What is a proper zakuski party spread without a few choice salads, hearty, yet fresh? Not much to my mind, and so I’m including a couple of typichni saladchiki (typical salads) for you to add to your little feast. Among all of the heavier, cream laden dishes, these provide a little relief, with bright flavors, and a healthy dose of both garlic and pickles, classic Russian favorites. These are items that any good Russian deli makes in abundance and that I crave regularly like an American kid might crave Macaroni & Cheese or Cheerios. However, those Russian delis can be as rare as hens’ teeth, so these simple recipes are lovely to pull out and use not only during the Olympics, but for picnics and lunchtime treats.
There are two ingredients which I think many people from my part of the world shy away from that the Russians adore: beets and smoked fish. They are among my favorite things to eat and I attribute my many years and many meals in Moscow to what to many might be an acquired taste. They are ingredients which with hindsight make sense in the Russian larder – they both last a very long time and were in abundance across the Soviet empire. The shops may have been largely empty, with the government relying heavily on staples such as root vegetables and canned meat and jars of preserved fish and bologna and little rectangles of candies wrapped in brightly colored paper.
As the years have passed I am often struck with a huge sense of guilt and shame because of my extreme naivete regarding food during all those years we lived in Moscow. The few privileged locals we encountered were warm and generous, providing us lavish meals in their homes. It was often a case of hospitality run amok. The child in me didn’t think about the majority for whom these kinds of meals were as rare as a trip to the moon or the possibility that our hosts were calling in favors or buying food on the black market to appear better off than they really were. Alas, I assumed everyone ate as well as I did even if it was a menu full of oddities. I had no idea how dire and complicated something as seemingly simple as food could be.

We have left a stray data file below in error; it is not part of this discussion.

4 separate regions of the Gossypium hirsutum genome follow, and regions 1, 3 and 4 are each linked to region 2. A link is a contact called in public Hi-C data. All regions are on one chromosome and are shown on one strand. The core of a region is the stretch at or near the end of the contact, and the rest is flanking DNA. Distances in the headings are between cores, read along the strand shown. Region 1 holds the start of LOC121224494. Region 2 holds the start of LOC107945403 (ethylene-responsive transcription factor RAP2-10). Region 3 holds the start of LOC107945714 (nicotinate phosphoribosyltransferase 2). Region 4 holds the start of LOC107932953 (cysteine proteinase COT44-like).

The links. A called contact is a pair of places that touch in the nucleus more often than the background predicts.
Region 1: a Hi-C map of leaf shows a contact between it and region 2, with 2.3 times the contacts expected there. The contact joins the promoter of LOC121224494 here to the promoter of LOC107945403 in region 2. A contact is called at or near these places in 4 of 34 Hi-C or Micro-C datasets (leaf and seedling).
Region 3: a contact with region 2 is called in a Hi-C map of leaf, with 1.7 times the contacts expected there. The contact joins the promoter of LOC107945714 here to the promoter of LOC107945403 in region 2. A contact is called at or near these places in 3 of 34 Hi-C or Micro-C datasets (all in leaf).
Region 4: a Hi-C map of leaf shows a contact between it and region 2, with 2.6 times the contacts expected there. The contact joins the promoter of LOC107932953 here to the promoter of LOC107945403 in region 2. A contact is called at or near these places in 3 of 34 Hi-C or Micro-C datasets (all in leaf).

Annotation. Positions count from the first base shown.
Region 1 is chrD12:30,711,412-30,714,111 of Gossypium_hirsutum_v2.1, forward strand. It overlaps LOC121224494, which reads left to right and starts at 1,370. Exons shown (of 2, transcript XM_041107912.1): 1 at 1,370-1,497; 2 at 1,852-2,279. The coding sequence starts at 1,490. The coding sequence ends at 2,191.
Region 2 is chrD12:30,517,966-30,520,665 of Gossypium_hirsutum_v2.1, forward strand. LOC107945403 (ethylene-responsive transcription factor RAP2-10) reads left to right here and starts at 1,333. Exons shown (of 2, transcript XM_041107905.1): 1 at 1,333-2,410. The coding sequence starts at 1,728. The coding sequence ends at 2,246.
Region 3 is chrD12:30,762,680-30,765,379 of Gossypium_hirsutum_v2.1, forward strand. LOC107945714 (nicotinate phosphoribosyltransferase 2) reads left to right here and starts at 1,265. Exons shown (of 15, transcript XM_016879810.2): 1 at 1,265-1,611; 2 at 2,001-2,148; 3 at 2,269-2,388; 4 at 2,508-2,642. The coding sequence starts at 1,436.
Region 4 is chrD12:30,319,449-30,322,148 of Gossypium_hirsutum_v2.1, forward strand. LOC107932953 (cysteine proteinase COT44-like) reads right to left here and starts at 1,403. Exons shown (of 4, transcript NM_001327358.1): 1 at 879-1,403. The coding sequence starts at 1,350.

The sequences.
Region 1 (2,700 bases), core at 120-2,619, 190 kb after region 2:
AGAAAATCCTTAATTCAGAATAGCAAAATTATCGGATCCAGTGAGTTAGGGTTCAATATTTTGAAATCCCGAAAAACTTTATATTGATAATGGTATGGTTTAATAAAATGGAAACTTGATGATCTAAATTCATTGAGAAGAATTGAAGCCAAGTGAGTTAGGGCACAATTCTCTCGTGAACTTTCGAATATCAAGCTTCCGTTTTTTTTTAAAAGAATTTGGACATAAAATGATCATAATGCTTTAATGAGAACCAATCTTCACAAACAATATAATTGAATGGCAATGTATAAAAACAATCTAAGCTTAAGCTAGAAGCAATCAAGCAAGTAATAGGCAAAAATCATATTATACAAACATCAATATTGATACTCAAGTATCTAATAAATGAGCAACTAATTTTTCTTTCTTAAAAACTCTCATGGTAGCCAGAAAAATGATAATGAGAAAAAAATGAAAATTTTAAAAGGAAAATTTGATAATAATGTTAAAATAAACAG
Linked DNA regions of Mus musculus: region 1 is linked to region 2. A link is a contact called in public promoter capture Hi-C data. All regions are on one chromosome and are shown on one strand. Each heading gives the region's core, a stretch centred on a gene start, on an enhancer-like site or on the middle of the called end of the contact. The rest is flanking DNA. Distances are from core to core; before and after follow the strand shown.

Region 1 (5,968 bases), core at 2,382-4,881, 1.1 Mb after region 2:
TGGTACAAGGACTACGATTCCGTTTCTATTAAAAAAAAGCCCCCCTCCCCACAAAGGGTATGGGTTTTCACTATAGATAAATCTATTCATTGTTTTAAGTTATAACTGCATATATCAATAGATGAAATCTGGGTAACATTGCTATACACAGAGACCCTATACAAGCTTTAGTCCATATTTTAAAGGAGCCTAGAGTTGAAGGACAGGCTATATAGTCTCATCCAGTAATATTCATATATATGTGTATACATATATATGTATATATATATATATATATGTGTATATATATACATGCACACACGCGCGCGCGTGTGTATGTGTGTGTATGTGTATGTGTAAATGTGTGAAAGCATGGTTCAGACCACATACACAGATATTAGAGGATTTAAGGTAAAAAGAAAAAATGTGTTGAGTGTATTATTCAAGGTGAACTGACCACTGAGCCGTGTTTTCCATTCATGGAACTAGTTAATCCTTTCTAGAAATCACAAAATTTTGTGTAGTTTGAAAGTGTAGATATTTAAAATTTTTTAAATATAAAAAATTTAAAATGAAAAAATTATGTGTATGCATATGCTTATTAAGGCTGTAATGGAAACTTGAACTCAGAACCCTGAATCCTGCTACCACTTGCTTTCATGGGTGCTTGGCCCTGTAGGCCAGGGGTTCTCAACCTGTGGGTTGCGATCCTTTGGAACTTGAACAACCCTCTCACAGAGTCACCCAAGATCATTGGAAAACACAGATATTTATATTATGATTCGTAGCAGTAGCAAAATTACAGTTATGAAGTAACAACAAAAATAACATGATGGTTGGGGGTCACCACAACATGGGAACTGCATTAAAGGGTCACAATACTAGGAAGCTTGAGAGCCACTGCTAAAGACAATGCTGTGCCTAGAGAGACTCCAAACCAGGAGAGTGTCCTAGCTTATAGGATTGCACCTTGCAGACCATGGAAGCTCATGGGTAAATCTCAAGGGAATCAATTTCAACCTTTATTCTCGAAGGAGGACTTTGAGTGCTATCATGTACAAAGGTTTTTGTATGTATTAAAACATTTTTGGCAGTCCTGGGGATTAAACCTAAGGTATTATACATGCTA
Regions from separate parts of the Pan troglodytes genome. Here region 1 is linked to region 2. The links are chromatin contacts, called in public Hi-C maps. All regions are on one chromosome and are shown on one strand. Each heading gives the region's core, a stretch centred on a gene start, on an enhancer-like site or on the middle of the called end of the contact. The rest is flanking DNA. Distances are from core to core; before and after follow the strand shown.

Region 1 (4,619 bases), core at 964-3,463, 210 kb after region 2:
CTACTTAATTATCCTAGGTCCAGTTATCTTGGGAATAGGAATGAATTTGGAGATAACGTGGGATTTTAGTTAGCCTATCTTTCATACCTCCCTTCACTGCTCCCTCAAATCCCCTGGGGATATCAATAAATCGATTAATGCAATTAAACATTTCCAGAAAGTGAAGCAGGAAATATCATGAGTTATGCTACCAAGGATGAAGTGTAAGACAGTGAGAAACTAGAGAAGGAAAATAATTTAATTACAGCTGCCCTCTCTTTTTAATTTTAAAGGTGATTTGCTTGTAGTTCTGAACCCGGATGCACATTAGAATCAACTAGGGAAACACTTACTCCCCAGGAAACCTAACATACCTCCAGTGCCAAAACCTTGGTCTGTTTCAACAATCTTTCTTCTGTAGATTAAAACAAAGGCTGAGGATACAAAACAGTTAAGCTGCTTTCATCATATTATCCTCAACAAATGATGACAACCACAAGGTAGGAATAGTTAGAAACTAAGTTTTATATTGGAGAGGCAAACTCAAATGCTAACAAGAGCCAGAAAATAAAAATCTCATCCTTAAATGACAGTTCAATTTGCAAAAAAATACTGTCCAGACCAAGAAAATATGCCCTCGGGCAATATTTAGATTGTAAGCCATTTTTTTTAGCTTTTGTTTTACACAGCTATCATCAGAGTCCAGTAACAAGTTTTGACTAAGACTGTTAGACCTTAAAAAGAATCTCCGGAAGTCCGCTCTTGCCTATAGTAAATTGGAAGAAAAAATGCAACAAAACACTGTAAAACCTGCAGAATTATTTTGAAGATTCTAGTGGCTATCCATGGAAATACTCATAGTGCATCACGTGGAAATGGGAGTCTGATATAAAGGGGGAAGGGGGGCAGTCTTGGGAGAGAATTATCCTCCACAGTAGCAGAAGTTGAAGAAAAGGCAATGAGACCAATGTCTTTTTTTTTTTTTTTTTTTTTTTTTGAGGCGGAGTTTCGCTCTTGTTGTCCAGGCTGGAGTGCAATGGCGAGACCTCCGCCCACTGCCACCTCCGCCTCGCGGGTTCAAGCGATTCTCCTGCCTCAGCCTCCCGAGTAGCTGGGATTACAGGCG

First up is my heady with garlicky roasted beet salad. Like with the borscht recipe from earlier this week, I roast the beets for extra sweetness and then wait until they’re cool enough to handle so I can slip off the skins and then grate the beets on a box grater. This dish is packed full of garlic, an almost eye-watering amount (you will be kissing only those who have eaten it as well) and crunchy walnuts. When using raw garlic like this, make sure and remove any trace of green germ from the middle of your cloves. It has a harsh, bitter taste that you don’t want. Trust me when I say, you’ll be craving this too!
1 pound beets, roasted until tender and grated
3 large cloves garlic, smashed until creamy with sea salt in a mortar and pestle
2 tablespoons mayonnaise (I like kewpie)
1 tablespoon smetana or sour cream
zest and juice of one lemon
1/3 cup toasted and chopped walnuts
salt and pepper to taste
Simply combine all of the ingredients in a large bowl. I like to let this sit for a while so the garlic can permeate the entire dish!
Meanwhile this smoked trout recipe, with it’s lashings of capers, cornichons, and herbs offers us the first appearance of potatoes in this week’s menu, a diet staple in the Russia I remember. The oily fish pairs remarkably well with an ice cold shot of vodka and is lovely with the black bread I’ll be writing about tomorrow.
1 tablespoon whole grain mustard
juice of one lemon
1/4 cup extra virgin olive oil
salt and pepper
1/4 pound smoked trout, flaked
1/4 pound fingerling potatoes
1 tablespoon capers
2 tablespoons chopped cornichons
1/4 cup chopped chives and parsley
zest of one lemon
First place the potatoes in a saucepan of cold water and bring to a boil. Cook for 10 minutes or until tender. Drain and allow the potatoes to cool (but not completely as they’ll soak up the flavors of the dressing much better if still slightly warm). In a bowl mix together the mustard, lemon juice, salt and pepper and olive oil. Once the potatoes are cool enough to work with, cut them into thick coins place them in the bowl with the dressing and toss well. Now add the remaining ingredients, toss again and taste for seasoning.